Ian Rankin is a highly-successful Scottish crime writer. I don’t know how many Americans, or for that matter Russians or Germans, have heard of him, but he’s in the first rank in the U.K.. The first book of his I read – and reviewed here – was the spy story “Watchman”. By contrast, “Black and Blue” features his big creation, Detective Inspector John Rebus.
I a way this is a difficult review, because I just thoroughly enjoyed the book – though “enjoyed” seems a strange word for a book about seamy streets, corruption in industry and the police and about death. I found the main character in “Watchman” slightly unformed – not altogether convincing if you started asking questions. Rebus, by contrast, is totally credible – driven, in many ways a loner but supportive towards colleagues he trusts, relentless in pursuing his targets, a workaholic and heavy drinker, passionately honest in the big things but prepared to bend the rules and distort the truth towards what he sees as an honest end, and apparently brave because he does not seem to care about his life.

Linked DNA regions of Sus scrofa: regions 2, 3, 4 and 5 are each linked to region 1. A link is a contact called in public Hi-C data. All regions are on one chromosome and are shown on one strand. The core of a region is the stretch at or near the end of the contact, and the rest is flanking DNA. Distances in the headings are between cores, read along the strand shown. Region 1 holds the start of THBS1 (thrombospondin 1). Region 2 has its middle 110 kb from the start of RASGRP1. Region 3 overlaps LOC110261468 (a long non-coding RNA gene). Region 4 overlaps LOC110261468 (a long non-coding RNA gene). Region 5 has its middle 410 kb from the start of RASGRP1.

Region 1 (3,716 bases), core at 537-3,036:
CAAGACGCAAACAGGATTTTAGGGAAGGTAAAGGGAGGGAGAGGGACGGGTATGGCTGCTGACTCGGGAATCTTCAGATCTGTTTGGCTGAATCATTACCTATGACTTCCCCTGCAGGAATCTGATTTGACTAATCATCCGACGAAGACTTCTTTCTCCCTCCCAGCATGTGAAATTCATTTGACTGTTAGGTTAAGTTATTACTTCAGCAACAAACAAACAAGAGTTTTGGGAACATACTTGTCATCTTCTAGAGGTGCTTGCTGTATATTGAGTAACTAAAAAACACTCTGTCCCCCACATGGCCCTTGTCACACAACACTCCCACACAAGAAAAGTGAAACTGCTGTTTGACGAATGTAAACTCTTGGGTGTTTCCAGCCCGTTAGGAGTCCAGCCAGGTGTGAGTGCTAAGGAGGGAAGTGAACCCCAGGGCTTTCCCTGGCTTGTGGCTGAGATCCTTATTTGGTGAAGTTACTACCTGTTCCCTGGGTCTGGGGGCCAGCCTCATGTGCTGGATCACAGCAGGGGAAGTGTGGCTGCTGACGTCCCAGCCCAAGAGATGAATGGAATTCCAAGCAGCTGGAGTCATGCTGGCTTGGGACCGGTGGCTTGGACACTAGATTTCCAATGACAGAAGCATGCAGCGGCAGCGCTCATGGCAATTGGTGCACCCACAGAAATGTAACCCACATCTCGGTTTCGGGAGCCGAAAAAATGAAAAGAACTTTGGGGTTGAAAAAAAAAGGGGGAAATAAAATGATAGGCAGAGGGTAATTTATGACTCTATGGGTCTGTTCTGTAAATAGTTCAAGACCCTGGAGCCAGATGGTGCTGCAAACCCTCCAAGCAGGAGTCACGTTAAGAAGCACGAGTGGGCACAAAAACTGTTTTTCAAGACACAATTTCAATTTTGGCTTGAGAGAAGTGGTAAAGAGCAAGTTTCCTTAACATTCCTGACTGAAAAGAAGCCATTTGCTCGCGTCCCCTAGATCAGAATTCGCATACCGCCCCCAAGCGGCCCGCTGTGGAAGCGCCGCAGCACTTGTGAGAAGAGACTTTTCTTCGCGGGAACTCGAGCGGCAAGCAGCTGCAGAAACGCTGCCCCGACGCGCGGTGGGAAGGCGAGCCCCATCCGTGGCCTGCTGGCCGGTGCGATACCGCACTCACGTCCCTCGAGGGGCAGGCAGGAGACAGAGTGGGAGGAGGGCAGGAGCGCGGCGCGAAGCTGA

What more to say? It had me pushing on to find out what happened and who did what. Places are described vividly with a few words. The world is painful but not loveless.
This was the book that turned Rankin and Rebus from moderate successes towards fame. It deserved all that.